Guest Author - Anita Grace Simpson
Health care has proven to be a crucial issue for the U.S. Presidential election of 2008. Everyone agrees that the system of health care is flawed, but there are varied opinions on the best way to fix the flaws. What are the candidates’ positions on the future of public health and other areas of health care?
In general, the nominees for the Republican presidential candidate favor private, free market solutions to the health care crisis, rather than government involvement.
Congressman Ron Paul, himself a physician who did not accept Medicare or Medicaid when he was practicing, has not proposed a government health care plan because he is against the government’s involvement in any aspect of health care. He proposes complete privatization to encourage competition for consumers’ health care dollars. All medical expenses would be tax deductible. Also, he suggests that government restrictions of illegal drugs should be reduced.
Governor Mike Huckabee is in favor of the private sector controlling health care reforms, and state rather than federal involvement where government is needed. He emphasizes increased provisions for preventive care, which would reduce the need for costly medical procedures. He plans to utilize electronic record keeping, increase health insurance portability, and give tax credits and/or deductions for insurance premiums. In addition, he intends to change the health care system so that it is based on consumers rather than employers.
Senator John McCain’s statements on health care with regard to the federal government have featured improved health care for veterans. However, he also puts forward a comprehensive plan for overall health care reform that includes national quality standards, free market competition between providers, support for innovative delivery systems such as clinics in retail stores, and tort reform to control medical lawsuits and associated malpractice costs.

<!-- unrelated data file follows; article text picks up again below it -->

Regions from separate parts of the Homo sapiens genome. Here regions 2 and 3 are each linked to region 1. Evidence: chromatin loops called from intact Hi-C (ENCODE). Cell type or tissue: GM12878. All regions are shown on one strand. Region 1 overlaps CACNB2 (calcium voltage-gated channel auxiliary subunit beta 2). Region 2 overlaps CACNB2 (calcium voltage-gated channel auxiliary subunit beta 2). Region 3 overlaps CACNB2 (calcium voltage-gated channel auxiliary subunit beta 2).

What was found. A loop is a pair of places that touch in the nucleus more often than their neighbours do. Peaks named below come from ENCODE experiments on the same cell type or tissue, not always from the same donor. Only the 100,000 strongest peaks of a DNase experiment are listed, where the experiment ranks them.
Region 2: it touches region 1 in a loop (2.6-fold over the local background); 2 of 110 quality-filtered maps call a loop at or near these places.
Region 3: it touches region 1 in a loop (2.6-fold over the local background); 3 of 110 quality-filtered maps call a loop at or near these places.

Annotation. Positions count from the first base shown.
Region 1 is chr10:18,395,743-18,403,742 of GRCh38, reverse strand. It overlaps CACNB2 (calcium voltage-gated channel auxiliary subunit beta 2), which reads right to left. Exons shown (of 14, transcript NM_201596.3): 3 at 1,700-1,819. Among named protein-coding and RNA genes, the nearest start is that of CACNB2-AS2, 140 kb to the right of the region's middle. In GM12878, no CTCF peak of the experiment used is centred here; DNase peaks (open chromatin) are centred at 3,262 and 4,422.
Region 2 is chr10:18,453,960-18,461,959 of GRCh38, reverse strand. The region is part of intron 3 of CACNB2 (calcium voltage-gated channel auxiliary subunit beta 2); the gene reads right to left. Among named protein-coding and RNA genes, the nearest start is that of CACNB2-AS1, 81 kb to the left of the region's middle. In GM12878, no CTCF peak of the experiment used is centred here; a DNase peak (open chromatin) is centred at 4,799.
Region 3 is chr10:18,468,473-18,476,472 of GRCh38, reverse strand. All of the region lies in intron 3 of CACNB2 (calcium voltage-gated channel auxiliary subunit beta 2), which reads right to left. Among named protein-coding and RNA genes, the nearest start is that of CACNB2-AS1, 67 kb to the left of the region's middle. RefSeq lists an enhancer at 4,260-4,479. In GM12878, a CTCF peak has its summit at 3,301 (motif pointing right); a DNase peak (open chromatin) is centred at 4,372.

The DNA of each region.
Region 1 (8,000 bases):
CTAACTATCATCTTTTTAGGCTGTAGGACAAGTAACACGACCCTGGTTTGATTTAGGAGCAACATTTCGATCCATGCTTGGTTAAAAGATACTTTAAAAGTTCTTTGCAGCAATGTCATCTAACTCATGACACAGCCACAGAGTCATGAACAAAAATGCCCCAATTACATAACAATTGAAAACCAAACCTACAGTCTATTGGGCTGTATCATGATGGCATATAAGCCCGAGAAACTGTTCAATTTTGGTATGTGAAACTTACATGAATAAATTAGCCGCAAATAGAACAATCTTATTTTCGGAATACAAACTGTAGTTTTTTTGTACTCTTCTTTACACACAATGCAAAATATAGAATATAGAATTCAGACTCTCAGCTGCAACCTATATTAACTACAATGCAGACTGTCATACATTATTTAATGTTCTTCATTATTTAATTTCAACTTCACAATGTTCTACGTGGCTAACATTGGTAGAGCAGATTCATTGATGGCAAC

Both Democratic candidates strongly support universal health care coverage provided by the federal government.
Senator Barack Obama would provide universal coverage by 2012. His health care plan would strengthen public health infrastructure, encourage preventive care, modernize the health care system, and provide comprehensive health coverage for every American. He intends to retain Medicare for seniors and disabled individuals, as well as Medicaid programs and private health insurance presently provided by employers. However, for those who do not qualify for those funding sources, he would establish a new public insurance plan. All employers would be required to either provide private insurance for their employees or contribute to the public plan on their employees’ behalf.
Senator Hillary Clinton would establish universal coverage by 2016. Her plan includes tax credits for insurance premiums, more choices for consumers, removal of restrictions based on pre-existing conditions, and portability of health care when the consumer stops working or changes jobs. She would establish a new program similar to Medicare but open to everyone. Consumers would also be able to access the same plans available to Members of Congress. Everyone would be required to have insurance of some type.